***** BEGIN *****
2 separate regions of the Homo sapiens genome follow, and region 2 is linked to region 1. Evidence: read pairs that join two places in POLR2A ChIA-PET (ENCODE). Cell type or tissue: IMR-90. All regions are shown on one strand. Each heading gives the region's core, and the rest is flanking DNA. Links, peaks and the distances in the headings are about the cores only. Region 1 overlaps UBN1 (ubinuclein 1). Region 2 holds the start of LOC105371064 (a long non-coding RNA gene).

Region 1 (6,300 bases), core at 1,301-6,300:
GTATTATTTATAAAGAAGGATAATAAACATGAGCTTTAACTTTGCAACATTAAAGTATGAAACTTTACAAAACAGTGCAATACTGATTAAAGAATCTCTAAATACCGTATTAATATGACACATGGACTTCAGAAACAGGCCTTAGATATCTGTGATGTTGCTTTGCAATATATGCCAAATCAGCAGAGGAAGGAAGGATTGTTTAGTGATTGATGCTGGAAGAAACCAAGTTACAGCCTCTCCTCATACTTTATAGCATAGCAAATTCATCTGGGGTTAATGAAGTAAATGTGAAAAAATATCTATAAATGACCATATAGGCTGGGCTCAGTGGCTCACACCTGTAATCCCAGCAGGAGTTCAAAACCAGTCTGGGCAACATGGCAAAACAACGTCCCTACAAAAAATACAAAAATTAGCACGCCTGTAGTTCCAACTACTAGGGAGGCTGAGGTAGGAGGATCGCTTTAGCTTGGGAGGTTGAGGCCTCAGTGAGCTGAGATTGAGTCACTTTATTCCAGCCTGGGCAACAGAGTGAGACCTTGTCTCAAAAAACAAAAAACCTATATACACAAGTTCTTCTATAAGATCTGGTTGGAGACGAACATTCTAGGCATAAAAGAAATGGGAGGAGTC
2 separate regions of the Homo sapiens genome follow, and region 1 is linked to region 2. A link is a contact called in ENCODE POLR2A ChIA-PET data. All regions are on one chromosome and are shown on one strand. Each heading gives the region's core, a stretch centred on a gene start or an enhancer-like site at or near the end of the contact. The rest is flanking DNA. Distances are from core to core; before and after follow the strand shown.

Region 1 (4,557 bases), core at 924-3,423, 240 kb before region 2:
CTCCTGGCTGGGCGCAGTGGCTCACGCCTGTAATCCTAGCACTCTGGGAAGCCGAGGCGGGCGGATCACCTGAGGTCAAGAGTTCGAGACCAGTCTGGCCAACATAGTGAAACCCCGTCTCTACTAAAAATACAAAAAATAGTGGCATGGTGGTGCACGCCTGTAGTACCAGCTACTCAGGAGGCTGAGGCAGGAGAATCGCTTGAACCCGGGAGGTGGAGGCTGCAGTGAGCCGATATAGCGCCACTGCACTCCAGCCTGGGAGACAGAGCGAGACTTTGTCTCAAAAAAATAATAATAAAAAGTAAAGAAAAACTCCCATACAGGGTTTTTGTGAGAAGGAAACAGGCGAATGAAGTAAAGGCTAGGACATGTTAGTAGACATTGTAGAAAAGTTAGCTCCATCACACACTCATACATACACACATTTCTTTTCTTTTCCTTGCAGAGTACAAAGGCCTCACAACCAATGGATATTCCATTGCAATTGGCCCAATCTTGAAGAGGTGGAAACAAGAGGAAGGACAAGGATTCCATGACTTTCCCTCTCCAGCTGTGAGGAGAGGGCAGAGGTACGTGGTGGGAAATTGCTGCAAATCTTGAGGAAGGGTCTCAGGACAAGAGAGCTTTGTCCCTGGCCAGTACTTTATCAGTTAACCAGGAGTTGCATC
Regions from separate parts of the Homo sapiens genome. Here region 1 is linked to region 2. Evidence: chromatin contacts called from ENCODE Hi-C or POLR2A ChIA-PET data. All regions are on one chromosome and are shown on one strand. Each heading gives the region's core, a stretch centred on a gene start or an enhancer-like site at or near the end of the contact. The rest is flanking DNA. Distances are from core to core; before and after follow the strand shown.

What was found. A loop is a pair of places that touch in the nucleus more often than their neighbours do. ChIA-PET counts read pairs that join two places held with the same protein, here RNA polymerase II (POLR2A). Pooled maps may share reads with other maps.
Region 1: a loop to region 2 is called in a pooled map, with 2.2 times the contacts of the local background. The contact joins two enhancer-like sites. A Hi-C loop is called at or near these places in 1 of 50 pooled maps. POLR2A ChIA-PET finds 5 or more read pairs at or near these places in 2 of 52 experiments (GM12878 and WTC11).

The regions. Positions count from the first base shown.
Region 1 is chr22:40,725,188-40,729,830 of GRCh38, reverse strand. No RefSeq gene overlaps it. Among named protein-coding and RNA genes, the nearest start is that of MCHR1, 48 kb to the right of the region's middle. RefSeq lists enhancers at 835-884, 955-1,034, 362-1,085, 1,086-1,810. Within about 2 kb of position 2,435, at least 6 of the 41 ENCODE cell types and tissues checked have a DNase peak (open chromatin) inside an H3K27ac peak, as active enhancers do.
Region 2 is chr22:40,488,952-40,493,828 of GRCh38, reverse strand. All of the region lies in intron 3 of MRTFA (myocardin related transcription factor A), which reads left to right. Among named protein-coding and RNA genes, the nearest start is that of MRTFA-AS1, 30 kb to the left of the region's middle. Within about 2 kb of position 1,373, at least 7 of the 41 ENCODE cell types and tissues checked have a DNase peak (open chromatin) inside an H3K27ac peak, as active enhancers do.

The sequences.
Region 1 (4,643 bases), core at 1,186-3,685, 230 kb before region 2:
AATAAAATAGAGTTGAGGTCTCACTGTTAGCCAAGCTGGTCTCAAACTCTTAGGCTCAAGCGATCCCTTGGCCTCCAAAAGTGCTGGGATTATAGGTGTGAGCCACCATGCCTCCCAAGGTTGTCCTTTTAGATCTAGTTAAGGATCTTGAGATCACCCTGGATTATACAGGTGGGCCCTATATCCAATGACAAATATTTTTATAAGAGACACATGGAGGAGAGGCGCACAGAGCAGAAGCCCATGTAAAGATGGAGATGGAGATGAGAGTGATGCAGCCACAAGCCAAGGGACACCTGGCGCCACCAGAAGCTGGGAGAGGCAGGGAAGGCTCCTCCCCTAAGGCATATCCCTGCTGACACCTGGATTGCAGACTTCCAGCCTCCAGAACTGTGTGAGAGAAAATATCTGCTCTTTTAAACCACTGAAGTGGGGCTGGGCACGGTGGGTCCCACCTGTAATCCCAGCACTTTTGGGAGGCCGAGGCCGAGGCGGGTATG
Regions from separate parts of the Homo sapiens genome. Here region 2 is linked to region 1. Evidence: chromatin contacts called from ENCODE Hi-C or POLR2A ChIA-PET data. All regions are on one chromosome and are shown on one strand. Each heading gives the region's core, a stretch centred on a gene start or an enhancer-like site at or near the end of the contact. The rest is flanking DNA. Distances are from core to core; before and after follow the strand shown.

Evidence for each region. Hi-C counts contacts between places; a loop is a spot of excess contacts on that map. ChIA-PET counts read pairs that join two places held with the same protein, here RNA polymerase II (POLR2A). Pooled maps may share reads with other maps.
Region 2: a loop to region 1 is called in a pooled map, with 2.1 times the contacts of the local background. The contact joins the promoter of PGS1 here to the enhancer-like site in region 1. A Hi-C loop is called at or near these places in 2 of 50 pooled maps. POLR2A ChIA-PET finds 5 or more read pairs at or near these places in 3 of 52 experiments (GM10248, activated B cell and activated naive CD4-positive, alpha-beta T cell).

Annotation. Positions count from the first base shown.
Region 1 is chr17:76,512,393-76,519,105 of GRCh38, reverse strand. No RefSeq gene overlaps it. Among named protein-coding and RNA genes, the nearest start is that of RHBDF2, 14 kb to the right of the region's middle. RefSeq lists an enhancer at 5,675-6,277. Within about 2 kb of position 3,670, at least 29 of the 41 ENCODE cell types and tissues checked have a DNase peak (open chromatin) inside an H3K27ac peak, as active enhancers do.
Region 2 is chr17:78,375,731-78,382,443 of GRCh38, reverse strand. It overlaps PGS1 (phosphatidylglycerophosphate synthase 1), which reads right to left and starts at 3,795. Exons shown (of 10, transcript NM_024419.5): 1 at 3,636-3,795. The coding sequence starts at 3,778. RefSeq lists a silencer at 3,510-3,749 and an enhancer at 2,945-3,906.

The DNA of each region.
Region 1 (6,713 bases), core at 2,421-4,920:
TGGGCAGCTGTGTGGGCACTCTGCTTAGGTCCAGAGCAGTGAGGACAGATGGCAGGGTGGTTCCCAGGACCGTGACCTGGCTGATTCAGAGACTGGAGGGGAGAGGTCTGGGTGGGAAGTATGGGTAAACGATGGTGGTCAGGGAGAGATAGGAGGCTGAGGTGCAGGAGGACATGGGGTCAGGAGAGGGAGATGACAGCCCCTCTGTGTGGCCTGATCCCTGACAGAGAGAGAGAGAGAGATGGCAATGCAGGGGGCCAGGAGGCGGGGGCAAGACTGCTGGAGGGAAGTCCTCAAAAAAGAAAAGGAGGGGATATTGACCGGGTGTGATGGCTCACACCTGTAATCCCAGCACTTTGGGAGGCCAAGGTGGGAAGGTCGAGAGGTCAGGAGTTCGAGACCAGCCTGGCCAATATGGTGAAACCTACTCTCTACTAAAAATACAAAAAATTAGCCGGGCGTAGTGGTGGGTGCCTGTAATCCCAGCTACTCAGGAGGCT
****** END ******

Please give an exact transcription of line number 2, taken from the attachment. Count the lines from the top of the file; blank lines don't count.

Region 1 (6,300 bases), core at 1,301-6,300: